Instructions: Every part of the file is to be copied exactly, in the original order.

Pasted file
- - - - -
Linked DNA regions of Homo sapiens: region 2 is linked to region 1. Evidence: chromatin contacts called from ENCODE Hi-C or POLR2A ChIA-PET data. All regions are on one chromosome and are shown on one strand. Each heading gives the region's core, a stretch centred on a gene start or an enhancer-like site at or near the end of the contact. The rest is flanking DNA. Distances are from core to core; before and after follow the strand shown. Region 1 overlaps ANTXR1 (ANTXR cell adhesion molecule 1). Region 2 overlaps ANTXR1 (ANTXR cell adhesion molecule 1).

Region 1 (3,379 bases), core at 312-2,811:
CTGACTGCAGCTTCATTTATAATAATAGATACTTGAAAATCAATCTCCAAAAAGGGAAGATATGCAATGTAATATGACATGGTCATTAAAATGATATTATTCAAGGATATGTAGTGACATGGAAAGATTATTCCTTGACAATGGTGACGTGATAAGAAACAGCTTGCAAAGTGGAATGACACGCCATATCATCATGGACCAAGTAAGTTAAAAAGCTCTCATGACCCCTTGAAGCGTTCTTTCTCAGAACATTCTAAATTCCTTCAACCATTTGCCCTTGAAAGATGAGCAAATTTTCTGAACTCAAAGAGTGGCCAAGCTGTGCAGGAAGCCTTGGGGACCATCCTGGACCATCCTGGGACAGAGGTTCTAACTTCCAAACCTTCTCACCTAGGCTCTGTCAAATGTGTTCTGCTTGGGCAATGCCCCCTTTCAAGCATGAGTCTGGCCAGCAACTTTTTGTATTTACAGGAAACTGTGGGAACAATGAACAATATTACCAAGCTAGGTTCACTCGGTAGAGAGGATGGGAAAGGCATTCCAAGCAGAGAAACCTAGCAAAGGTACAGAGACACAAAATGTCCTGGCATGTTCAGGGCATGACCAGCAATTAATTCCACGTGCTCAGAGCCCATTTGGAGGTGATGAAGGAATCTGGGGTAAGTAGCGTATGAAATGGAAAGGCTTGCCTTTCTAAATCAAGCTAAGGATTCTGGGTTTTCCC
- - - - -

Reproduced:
Linked DNA regions of Homo sapiens: region 2 is linked to region 1. Evidence: chromatin contacts called from ENCODE Hi-C or POLR2A ChIA-PET data. All regions are on one chromosome and are shown on one strand. Each heading gives the region's core, a stretch centred on a gene start or an enhancer-like site at or near the end of the contact. The rest is flanking DNA. Distances are from core to core; before and after follow the strand shown. Region 1 overlaps ANTXR1 (ANTXR cell adhesion molecule 1). Region 2 overlaps ANTXR1 (ANTXR cell adhesion molecule 1).

Region 1 (3,379 bases), core at 312-2,811:
CTGACTGCAGCTTCATTTATAATAATAGATACTTGAAAATCAATCTCCAAAAAGGGAAGATATGCAATGTAATATGACATGGTCATTAAAATGATATTATTCAAGGATATGTAGTGACATGGAAAGATTATTCCTTGACAATGGTGACGTGATAAGAAACAGCTTGCAAAGTGGAATGACACGCCATATCATCATGGACCAAGTAAGTTAAAAAGCTCTCATGACCCCTTGAAGCGTTCTTTCTCAGAACATTCTAAATTCCTTCAACCATTTGCCCTTGAAAGATGAGCAAATTTTCTGAACTCAAAGAGTGGCCAAGCTGTGCAGGAAGCCTTGGGGACCATCCTGGACCATCCTGGGACAGAGGTTCTAACTTCCAAACCTTCTCACCTAGGCTCTGTCAAATGTGTTCTGCTTGGGCAATGCCCCCTTTCAAGCATGAGTCTGGCCAGCAACTTTTTGTATTTACAGGAAACTGTGGGAACAATGAACAATATTACCAAGCTAGGTTCACTCGGTAGAGAGGATGGGAAAGGCATTCCAAGCAGAGAAACCTAGCAAAGGTACAGAGACACAAAATGTCCTGGCATGTTCAGGGCATGACCAGCAATTAATTCCACGTGCTCAGAGCCCATTTGGAGGTGATGAAGGAATCTGGGGTAAGTAGCGTATGAAATGGAAAGGCTTGCCTTTCTAAATCAAGCTAAGGATTCTGGGTTTTCCC